Posted by Patrick Maness
There is no shortage of studies pointing to the inescapable fact that kids need to eat healthier, more nutritious meals at school. But how can schools transform this knowledge, the many voices of concerned parents and nutritionists, into healthy meals?
One way many schools are doing this is by turning to the natural ally of the healthy-food movement — food sustainability.
A sustainable example
One of the most impressive sustainability programs is the Burlington School Food Project, a collaborative effort between several non-profits and the Burlington school district in Vermont.
The program works through a partnership with a number of community organizations and local farms to provide students in 13 different schools, from kindergarten through 12th grade, with a variety of fresh, locally grown fruits, vegetables, grains and meats. Currently, anywhere from 20–33 percent of the food served in these schools is locally sourced and produced in the state of Vermont.
In addition to feeding students, the program provides them an opportunity to work in one of the several educational gardens where they can learn about the growing cycle, how to care for the soil, tend a garden, and more — all through hands-on experience.
Connecting kids with the food they eat, in addition to working with a network of local food growers, is part of the Farm to School initiative that is gaining popularity throughout school districts. In fact, over 42,000 schools currently participate in some sort of Farm to School activity.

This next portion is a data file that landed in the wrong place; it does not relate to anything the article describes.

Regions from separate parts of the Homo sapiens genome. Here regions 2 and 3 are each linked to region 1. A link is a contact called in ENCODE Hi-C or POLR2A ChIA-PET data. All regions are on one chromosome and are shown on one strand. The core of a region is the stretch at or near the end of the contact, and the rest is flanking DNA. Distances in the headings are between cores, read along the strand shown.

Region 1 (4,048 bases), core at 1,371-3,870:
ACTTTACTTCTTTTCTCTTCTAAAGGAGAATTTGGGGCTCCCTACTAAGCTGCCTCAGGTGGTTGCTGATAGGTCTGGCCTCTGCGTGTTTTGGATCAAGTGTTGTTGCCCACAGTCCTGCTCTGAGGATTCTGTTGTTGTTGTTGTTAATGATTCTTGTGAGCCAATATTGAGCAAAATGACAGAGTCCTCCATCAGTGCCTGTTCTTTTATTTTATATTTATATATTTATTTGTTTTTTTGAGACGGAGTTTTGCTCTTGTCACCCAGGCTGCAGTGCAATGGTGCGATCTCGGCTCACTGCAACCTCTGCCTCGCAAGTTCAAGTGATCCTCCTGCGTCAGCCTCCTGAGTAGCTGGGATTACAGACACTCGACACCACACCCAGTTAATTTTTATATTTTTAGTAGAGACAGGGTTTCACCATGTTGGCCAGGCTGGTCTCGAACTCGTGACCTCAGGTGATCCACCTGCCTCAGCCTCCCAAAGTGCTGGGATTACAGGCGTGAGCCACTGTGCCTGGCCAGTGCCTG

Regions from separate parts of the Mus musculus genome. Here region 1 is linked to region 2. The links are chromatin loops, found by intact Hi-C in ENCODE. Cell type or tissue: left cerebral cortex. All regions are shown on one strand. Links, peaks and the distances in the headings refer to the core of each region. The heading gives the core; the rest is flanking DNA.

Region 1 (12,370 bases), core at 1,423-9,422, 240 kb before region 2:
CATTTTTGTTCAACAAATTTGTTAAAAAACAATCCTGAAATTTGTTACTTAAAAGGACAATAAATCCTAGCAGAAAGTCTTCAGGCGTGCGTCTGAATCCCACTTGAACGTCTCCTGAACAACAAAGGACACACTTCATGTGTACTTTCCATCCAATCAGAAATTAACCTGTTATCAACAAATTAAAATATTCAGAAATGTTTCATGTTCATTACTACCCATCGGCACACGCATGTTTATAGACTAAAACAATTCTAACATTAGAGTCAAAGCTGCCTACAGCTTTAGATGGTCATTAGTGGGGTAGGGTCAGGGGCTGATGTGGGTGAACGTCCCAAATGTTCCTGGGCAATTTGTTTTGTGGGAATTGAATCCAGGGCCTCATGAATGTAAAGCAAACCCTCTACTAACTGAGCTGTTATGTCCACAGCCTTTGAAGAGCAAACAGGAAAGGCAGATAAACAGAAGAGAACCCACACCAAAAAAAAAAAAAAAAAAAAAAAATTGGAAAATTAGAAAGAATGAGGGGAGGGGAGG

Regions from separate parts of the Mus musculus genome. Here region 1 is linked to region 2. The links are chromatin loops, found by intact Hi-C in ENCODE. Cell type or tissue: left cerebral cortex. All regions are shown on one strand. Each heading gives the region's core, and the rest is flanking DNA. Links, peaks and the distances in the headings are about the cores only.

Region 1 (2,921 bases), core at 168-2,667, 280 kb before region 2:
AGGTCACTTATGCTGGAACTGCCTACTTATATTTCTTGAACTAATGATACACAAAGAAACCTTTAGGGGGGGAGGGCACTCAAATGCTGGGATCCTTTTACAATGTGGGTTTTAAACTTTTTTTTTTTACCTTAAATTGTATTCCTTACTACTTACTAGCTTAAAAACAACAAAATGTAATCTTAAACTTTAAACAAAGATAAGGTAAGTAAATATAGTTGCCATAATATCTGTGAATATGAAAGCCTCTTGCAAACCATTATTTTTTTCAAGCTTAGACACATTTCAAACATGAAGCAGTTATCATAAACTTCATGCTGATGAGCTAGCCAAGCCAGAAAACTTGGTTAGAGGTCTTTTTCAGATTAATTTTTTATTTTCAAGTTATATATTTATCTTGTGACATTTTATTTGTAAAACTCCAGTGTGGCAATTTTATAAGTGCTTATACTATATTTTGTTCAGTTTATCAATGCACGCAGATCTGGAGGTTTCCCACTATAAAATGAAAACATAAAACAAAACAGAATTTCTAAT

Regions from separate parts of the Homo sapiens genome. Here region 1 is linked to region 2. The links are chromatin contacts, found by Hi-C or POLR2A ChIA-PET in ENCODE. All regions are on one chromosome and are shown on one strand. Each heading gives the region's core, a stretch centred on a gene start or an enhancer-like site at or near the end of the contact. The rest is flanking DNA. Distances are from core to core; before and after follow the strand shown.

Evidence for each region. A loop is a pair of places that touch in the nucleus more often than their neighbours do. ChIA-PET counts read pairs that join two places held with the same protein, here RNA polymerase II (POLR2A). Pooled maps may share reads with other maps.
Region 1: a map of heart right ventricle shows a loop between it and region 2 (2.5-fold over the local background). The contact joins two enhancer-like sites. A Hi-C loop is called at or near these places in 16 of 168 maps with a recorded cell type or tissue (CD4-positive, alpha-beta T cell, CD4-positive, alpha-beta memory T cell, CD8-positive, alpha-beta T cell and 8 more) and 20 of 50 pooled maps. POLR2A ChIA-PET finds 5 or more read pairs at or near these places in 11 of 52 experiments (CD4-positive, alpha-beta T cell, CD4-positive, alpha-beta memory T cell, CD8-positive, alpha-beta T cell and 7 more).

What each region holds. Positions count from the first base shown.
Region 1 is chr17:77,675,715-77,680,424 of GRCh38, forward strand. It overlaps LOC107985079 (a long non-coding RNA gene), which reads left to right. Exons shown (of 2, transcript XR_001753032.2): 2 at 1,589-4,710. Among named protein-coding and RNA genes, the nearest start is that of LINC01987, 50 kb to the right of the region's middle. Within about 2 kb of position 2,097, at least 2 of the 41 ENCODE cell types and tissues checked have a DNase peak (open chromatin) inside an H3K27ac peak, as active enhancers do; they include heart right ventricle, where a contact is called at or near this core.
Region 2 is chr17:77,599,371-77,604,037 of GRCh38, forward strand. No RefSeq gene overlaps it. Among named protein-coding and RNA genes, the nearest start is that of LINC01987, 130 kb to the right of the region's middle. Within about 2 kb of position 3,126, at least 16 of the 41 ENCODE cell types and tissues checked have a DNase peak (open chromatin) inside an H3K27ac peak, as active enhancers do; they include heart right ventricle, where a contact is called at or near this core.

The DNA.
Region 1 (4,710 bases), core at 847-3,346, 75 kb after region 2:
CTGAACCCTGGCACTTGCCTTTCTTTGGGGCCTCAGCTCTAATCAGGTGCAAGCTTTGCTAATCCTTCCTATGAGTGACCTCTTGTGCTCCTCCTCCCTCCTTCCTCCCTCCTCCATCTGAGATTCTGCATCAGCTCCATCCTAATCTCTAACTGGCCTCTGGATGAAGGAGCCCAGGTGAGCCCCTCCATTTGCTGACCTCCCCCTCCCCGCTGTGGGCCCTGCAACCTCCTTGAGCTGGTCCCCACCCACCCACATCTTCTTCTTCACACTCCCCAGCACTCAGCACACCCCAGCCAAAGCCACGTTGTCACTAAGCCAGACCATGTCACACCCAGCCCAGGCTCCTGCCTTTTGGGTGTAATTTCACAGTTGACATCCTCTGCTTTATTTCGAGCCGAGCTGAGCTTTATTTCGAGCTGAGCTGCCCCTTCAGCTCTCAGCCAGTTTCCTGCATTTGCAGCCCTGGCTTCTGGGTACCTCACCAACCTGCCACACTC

The practicality of healthy school lunches
Many worry that providing fresh vegetables and locally sourced food will result in increased meal prices for students and tax payers. There is indeed a perception that such food is available only to those who have the necessary financial resources to afford them. “Local” and “sustainable” are often seen as luxuries available to just a select few.
However, as hundreds of Farm to Table programs across the county have demonstrated, providing quality, nutritious food makes financial sense as well.
In the Burlington area, the food in their program costs, on average, $1.41 per meal. Most importantly, many students who eat for free or at a reduced price are able to benefit from this kind of program.
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